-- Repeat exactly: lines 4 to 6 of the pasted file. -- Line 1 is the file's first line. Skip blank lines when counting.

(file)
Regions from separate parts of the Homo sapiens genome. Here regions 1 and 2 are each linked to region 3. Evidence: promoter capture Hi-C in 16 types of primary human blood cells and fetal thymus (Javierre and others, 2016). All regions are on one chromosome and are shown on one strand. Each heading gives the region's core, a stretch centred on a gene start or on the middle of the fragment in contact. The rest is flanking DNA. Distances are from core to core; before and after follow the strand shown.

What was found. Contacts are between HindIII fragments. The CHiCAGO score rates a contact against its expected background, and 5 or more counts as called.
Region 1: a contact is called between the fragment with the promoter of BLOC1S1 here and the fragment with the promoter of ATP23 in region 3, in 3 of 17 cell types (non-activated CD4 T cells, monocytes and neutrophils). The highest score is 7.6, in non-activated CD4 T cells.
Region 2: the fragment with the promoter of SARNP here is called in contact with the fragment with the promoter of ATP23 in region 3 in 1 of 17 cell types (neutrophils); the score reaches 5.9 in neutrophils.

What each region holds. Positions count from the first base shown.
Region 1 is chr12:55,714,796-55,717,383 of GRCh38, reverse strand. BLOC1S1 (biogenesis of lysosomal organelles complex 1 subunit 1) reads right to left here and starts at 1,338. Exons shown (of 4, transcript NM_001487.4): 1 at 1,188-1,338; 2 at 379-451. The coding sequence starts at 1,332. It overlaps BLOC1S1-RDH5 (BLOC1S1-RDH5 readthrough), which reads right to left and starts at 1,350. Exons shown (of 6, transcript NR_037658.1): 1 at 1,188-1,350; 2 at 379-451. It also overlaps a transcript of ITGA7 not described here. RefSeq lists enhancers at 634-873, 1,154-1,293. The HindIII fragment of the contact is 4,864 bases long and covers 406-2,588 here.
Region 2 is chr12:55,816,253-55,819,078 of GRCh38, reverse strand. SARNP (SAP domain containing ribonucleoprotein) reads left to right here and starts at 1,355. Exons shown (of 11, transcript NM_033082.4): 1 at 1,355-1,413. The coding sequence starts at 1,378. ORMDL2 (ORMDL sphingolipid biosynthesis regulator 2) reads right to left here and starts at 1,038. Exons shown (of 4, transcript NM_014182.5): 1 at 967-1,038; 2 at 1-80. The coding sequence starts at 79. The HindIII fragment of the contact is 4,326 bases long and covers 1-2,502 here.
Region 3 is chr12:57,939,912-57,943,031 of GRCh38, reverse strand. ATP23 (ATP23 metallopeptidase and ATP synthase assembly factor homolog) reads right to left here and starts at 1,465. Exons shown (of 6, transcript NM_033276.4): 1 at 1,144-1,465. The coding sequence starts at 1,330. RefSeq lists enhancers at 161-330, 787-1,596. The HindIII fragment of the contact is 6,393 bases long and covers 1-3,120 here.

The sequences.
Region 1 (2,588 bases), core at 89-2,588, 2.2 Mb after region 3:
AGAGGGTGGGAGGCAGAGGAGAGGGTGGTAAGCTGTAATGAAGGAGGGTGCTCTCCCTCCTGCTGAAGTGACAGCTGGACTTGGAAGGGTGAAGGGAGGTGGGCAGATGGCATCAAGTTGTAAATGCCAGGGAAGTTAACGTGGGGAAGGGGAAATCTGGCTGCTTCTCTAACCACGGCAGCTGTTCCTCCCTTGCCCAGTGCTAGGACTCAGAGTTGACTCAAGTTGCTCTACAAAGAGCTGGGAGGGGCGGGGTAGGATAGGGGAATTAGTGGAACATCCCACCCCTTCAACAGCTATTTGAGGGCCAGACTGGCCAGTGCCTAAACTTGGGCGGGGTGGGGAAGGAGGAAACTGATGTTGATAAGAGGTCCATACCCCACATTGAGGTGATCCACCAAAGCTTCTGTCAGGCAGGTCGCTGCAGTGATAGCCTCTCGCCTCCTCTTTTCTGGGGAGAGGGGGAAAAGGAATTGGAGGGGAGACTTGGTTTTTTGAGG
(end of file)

Region 2: the fragment with the promoter of SARNP here is called in contact with the fragment with the promoter of ATP23 in region 3 in 1 of 17 cell types (neutrophils); the score reaches 5.9 in neutrophils.

What each region holds. Positions count from the first base shown.
Region 1 is chr12:55,714,796-55,717,383 of GRCh38, reverse strand. BLOC1S1 (biogenesis of lysosomal organelles complex 1 subunit 1) reads right to left here and starts at 1,338. Exons shown (of 4, transcript NM_001487.4): 1 at 1,188-1,338; 2 at 379-451. The coding sequence starts at 1,332. It overlaps BLOC1S1-RDH5 (BLOC1S1-RDH5 readthrough), which reads right to left and starts at 1,350. Exons shown (of 6, transcript NR_037658.1): 1 at 1,188-1,350; 2 at 379-451. It also overlaps a transcript of ITGA7 not described here. RefSeq lists enhancers at 634-873, 1,154-1,293. The HindIII fragment of the contact is 4,864 bases long and covers 406-2,588 here.